Cardinal Burke: The confusion has its roots in a long-time opposition to Christ’s teaching about marriage, [and] the Church’s teaching about the sanctity of the Holy Eucharist.
There has always been a certain element in the Church, which has rebelled against the Church’s teaching, and in recent times we saw it in very evident ways: For instance, in the whole debate with regard to artificial contraception which took place in the Sixties; but also this issue with regard to irregular matrimonial unions, cohabitation outside of marriage; it is all an effect, really, of secular society, in which there has been in our time a relentless attack upon the sanctity of marriage. We see it now in a perfectly horrible manifestation in this so-called gender theory. So, we should not be surprised that these issues were raised again, even as they were raised at the time of the last [1980] Synod on the Family, to which Pope St. John Paul II responded so well, setting forth – as a post-Synodal Apostolic Exhortation should – not some new teaching, but setting forth what the Church has always taught and practiced for the sake of strengthening the life of the Church and therefore addressing the greatest needs of society. St. John Paul II gave [us] that kind of document with Familiaris consortio.
The only thing we can do in terms of Amoris laetitia is to read it in the perspective of the constant teaching and practice of the Church, and that means that there cannot be what some have called a revolution in the Catholic Church: The Church  now accepting that people who are divorced and whose marriages have not been declared null are able to enter into a so-called “second marriage”; revolution, too, in terms of the Church’s constant teaching that the conjugal act rightly takes place only within marriage, in other words, cohabitation outside of marriage is always and everywhere evil. That is the only way we can interpret the document, and that is the way we have to interpret the document. We are Roman Catholics. Christ is alive for us in the constant teaching of the Church, and we must never go away from Him, from the way in which He teaches us and governs us in the Church.
Altieri: One might suggest that – even granted, as we ought to, that we read Amoris with the constant teaching of the Church as presupposed and controlling our understanding of the document – that Familiaris consortio quite a famously put a sort of “Petrine seal” on what was already a fairly diffuse pastoral practice, which was – remoto scandalo – to admit people who were in irregular situations to the Sacrament of Reconciliation and [the Sacrament of] Holy Communion, when they were properly disposed to receive [it], and insofar as they were committed to living continently, to practicing continence in their putative unions. What is different with Amoris laetitia that creates the concern and the confusion – or is it not necessarily with Amoris laetitia, but with its implementation?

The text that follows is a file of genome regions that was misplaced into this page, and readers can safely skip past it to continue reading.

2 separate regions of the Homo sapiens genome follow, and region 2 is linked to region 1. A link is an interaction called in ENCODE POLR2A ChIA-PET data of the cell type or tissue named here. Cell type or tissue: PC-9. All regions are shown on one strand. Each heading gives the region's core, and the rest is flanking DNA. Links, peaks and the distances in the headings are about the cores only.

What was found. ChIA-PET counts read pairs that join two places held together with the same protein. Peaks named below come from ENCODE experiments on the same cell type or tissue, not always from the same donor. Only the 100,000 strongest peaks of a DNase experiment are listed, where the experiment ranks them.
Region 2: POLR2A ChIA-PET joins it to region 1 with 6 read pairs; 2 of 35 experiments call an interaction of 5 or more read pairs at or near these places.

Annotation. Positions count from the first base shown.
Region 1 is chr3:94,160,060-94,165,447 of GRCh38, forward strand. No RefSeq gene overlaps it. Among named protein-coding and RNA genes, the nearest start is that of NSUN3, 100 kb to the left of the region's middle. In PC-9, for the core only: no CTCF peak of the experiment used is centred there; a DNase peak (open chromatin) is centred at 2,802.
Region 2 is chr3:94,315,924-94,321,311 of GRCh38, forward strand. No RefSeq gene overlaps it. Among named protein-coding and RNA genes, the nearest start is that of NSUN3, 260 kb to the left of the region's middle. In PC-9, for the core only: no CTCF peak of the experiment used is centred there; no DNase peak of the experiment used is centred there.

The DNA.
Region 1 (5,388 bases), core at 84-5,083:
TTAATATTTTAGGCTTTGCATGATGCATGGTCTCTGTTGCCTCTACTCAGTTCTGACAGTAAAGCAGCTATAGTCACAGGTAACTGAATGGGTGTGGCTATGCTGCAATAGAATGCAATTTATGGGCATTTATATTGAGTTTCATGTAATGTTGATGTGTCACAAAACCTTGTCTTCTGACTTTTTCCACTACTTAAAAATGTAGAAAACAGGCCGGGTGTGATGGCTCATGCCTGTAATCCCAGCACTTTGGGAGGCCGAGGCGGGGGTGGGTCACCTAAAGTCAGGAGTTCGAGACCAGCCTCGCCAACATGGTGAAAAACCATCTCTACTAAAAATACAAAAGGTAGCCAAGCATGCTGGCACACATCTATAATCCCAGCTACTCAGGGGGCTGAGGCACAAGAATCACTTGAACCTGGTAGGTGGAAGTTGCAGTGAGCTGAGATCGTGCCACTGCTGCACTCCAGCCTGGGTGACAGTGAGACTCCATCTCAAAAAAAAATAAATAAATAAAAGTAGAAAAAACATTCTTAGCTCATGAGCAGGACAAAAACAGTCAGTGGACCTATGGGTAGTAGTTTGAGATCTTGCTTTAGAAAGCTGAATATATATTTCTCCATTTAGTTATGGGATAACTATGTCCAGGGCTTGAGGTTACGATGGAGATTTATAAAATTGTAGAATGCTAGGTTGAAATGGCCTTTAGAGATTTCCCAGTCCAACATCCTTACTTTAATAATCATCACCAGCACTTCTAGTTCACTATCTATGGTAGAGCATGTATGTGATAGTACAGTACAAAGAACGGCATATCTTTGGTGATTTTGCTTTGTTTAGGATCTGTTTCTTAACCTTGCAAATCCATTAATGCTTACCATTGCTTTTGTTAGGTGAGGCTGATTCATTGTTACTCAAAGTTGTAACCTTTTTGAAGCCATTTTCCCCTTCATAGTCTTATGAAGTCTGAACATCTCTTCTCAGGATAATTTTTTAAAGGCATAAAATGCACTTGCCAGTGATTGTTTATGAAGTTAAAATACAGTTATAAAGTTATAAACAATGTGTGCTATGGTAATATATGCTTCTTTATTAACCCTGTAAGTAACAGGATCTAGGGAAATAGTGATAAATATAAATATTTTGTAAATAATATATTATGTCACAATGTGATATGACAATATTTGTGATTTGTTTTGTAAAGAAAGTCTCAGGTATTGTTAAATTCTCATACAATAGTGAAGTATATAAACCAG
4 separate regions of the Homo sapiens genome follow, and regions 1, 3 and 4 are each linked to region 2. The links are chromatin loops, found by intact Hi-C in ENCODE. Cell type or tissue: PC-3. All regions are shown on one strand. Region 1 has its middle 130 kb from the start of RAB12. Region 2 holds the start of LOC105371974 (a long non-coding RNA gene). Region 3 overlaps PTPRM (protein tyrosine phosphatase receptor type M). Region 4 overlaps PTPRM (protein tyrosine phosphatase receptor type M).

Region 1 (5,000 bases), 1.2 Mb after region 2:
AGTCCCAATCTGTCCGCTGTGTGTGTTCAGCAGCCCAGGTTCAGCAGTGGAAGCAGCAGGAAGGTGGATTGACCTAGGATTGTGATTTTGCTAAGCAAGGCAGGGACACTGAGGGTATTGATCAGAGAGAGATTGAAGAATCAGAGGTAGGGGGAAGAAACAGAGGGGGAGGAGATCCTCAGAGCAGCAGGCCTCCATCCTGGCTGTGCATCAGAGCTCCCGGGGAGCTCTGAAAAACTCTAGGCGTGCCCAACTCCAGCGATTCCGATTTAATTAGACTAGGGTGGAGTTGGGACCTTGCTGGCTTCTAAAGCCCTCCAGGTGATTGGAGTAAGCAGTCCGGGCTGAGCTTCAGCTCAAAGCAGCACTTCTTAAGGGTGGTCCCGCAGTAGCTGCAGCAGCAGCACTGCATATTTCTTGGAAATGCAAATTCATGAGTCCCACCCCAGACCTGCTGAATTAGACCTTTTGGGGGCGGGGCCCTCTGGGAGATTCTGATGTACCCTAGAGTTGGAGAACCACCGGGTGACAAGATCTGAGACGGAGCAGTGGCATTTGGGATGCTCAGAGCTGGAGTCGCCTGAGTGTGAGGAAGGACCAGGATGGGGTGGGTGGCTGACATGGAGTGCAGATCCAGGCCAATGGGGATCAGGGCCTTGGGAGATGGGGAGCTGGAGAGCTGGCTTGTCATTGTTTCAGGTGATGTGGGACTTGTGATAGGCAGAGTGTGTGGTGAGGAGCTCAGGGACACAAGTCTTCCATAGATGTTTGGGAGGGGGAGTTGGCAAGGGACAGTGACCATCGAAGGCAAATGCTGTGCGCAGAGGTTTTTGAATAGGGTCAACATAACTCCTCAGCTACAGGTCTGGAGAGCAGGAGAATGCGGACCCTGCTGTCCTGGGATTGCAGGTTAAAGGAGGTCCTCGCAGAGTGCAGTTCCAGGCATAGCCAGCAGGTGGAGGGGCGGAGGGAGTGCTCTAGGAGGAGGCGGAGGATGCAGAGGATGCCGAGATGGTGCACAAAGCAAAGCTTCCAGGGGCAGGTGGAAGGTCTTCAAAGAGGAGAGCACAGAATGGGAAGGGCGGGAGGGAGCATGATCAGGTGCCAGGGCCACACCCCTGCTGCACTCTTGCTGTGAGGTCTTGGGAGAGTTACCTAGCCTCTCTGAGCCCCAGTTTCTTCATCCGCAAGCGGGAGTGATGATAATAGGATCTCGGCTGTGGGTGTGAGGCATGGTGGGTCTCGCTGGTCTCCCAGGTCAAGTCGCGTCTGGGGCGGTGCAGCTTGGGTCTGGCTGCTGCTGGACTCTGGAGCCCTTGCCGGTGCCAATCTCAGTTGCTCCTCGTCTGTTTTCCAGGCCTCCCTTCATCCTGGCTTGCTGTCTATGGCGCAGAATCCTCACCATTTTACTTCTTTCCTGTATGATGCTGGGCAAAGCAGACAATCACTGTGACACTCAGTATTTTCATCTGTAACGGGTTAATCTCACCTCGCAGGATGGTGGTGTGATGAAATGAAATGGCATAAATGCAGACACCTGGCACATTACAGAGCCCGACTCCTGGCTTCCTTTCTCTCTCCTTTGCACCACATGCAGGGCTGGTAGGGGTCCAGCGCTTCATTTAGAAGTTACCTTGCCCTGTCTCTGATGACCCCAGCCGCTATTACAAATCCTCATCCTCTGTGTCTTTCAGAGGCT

Cardinal Burke: Well, on the one hand it is an interpretative problem. On the other hand, it certainly is a problem of application.
The interpretative difficulty is that the document seems to suggest that there are cases apart from the case which you have just mentioned, which is the only possible case in which two people who are living together in what appears to be a marital union could receive the sacraments: Namely, they live together because, for some reason or another, they are unable to separate, but they live not as husband and wife, but as “brother and sister”, observing continence. So that is an interpretive problem, and that has to be clarified. Thus far, at least in some of those who claim to be interpreting Amoris laetitia correctly, there would be other instances. I suppose it was expressed in a way that may be helpful in understanding this problem of interpretation when, during the first session of the most recent Synod of Bishops on the family, in which I took part, one prominent Cardinal said that marriage is an ideal, but we cannot hold people to the ideal. The truth of the matter is marriage is not an ideal. It is a reality. It is a gift of Divine grace to live in the love of the Holy Trinity in a faithful indissoluble life-giving love, and therefore we are held – those who enter into marriage, those who confer the Sacrament of Marriage on each other – are held to live in fidelity to that grace, even to an heroic degree.
In fact, over my years of priestly life and as a bishop and most recently during this whole crisis of the interpretation of the work of the first session of the Synod, I have met numerous Catholics who are divorced, and who are living now in fidelity to their marriage. That is, they have not attempted a second marriage – so to speak – but see their calling now to remain faithful to the marriage which they contracted and to pray for the salvation of their spouse who has either left them or whom they left, as their principal duty. The Sacrament of Marriage exists first and foremost for the salvation of the partners, and so, when one enters the Sacrament of Marriage, [one’s] first and greatest duty is to pray and work for the salvation of the partner, of the marriage partner.
So that is a real difficulty with regard to the interpretation itself of the text, but then the applications are also a grave difficulty, and we have applications like that set forth by the Bishops of Malta, which are simply contrary to what the Church has always taught and practiced. This cannot be true. I often say we need to invoke more frequently the fundamental principle of logic: the principle of non-contradiction; that a thing cannot be and not be in the same respect at the same time. We cannot have it that marriage is indissoluble and at the same time [that] someone who is bound in marriage is permitted in the Church to enter a so-called second union. That is just a contradiction.
Altieri: There are people who have been heard and who have found their way to significant public airing of their opinions on this question, who have attempted, anyway, to make the Holy Father himself either a willing or an unwilling participant in this. I would like you to have the chance to speak to that.
Cardinal Burke: To me, the question is always a question of the Church’s constant teaching.